HIP PAIN

The hip joints are structures of the body that no one usually talks about. You often hear, "I have good knees" or "I have good feet" or even "I have a healthy back," but no one talks about their hips. That is until one or both of them are hurting. A person's pain can range from a throbbing dull tooth ache quality of pain to a sharp severe pain that can come on in an instant "stopping you in your tracks". Hip pain is a common complaint, particularly in the older populations, that can be caused by a wide variety of problems involving the joints and their surfaces, the muscles, the tendons, the fascia and even the bursa. The precise location of your hip pain can provide valuable clues about the underlying cause. Problems within the hip joint itself tend to result in pain on the inside of your hip or your groin area. Hip pain on the outside of your hip, upper thigh or outer buttock is usually caused by problems with muscles, ligaments, tendons and other soft tissues that surround your hip joint.

The hip joint is a ball-and-socket joint. The ball portion of the hip joint (femoral head) fits into the socket (acetabulum) of the hip bone (pelvis). The bone of the femoral head and acetabulum of the pelvis are separated by very strong material (cartilage) contained within a semi viscous liquid called synovial fluid, both of which serve to keep friction coefficients to near zero which acts as a lubricant to the joint. A properly functioning hip joint is critical for normal everyday activities such as walking, running and climbing.

Hip pain can sometimes be caused by diseases and conditions in other areas of your body, such as your lower back. This type of pain is called referred pain so it is important that you do not self diagnose and get it checked out. Examination usually entails neurologic and orthopedic testing, muscle testing to evaluate flexibility and relative imbalances regarding agonist and antagonist muscle groups, analysis of your gait (walking) and posture. X-rays are often taken to assess possible joint damage or degenerative changes and also to evaluate weight bearing forces and displacement of weight distribution. Loss of flexibility can change friction coefficients acting upon the joint due to muscular imbalance.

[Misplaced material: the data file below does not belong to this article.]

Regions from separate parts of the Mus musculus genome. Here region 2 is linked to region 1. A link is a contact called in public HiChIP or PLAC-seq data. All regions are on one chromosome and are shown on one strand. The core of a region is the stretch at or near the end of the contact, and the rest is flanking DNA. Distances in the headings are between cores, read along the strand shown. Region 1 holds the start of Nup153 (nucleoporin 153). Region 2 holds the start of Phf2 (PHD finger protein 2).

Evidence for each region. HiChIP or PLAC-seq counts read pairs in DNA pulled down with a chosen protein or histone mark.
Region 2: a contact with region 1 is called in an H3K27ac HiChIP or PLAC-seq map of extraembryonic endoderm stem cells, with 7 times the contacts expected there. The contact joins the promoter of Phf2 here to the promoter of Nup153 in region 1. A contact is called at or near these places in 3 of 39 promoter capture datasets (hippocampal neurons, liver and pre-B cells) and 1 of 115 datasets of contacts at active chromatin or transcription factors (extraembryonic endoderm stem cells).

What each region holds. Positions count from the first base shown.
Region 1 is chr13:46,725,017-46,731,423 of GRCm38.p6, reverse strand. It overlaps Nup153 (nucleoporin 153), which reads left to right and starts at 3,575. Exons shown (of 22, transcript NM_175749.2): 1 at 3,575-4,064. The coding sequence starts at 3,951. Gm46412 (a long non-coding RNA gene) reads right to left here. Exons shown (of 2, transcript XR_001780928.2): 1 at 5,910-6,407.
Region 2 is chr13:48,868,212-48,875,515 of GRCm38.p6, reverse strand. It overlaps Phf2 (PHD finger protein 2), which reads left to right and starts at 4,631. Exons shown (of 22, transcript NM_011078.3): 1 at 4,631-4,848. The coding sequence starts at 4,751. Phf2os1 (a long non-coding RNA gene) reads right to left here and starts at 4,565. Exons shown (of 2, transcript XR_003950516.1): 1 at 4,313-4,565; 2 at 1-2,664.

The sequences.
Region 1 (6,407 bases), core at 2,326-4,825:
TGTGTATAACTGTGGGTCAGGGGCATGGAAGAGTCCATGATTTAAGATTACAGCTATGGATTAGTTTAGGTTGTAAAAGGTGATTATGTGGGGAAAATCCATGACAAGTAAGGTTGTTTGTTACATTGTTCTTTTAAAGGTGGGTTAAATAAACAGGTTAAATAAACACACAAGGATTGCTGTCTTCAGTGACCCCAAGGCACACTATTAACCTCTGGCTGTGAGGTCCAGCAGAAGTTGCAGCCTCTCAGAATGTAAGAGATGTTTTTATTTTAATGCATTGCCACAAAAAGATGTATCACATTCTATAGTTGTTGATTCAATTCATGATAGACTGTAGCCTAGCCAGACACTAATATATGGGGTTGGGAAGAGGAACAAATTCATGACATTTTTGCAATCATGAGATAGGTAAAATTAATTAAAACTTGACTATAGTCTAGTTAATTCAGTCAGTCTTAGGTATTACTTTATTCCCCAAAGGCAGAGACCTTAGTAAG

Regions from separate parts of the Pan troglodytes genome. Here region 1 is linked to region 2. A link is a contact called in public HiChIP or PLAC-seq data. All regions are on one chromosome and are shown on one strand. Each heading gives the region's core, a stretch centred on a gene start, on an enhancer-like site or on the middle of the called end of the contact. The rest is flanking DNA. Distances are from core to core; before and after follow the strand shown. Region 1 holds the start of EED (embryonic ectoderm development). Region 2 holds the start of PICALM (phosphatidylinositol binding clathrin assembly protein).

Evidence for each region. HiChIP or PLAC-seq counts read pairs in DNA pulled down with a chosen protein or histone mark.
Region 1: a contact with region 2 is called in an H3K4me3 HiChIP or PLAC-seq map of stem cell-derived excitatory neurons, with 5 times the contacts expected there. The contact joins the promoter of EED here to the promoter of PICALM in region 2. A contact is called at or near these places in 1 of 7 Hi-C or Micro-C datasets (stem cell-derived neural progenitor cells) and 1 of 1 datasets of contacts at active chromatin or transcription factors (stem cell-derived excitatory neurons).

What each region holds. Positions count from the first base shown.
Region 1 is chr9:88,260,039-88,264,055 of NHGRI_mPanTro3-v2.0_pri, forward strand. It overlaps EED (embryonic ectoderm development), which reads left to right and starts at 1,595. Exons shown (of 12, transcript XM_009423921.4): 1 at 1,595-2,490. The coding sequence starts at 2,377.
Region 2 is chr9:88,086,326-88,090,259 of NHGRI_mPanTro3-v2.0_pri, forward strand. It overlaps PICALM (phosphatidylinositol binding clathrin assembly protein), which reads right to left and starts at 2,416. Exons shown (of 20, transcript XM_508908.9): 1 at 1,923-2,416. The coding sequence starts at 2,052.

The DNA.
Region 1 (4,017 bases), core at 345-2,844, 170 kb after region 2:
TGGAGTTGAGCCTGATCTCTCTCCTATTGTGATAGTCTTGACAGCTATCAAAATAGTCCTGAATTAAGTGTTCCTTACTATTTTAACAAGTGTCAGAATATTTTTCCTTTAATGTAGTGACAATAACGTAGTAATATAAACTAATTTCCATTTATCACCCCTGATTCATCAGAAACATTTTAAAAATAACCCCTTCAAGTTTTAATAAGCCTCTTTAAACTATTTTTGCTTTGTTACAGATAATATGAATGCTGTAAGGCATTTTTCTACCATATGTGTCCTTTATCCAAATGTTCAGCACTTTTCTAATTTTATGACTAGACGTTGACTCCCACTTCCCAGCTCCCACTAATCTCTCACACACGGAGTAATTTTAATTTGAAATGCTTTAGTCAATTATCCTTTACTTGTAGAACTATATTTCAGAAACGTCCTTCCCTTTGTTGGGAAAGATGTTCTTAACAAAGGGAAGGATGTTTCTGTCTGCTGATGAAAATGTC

LACK OF EXERCISE & CHRONIC DEHYDRATION

Increased production of synovial fluid is due to an increase of body temperature as we begin to perform our exercises. As the temperature rises it causes reduction of viscosity within the synovial fluid, meaning that the synovial fluid which is like a thick gel or paste during rest becomes thinner, and more watery like acting as a better lubricant within the joints so that they can move more freely, which reduces friction between the articular cartilages. At a higher intensity of exercise, our body temperature rises even further, so there is a greater increase in synovial fluid production. As synovial fluid production increases, so does the range of movement available at your joints as they become better lubricated and less restricted by friction at the joints.

Also, keep in mind that you are what you eat and drink and chronic dehydration contributes to a decrease of synovial fluid and an increase in viscosity in the joints causing an increase in joint friction coefficients which can accelerate degenerative joint disease over time.

Before you opt in for more medications, a second round of corticosteroids (oral or injections) or even surgery, explore the possibility of conservative hip treatment. Every person who is interested in energy medicine will be evaluated to see if he or she would benefit greatly from it. I pride myself on results. If I can help you I will tell you and if I can't I will at least explain what you have and point you in the right direction. Life is entirely too short for me to be wasting my time and your time. So there is no sales pitch, I frankly don't have time for it. I am a former Assistant Professor and I do get a little long winded so you must bring all of your diagnostic x-ray, CT and/or MRI information with you. There is never a cost to speak with me about your condition, no charge to you and no billing to your insurance company. If I determine that I can help you we will schedule an appointment for an evaluation. Is that fair enough? Schedule an appointment for a Case Review to see if you are a candidate for care. Give us a call.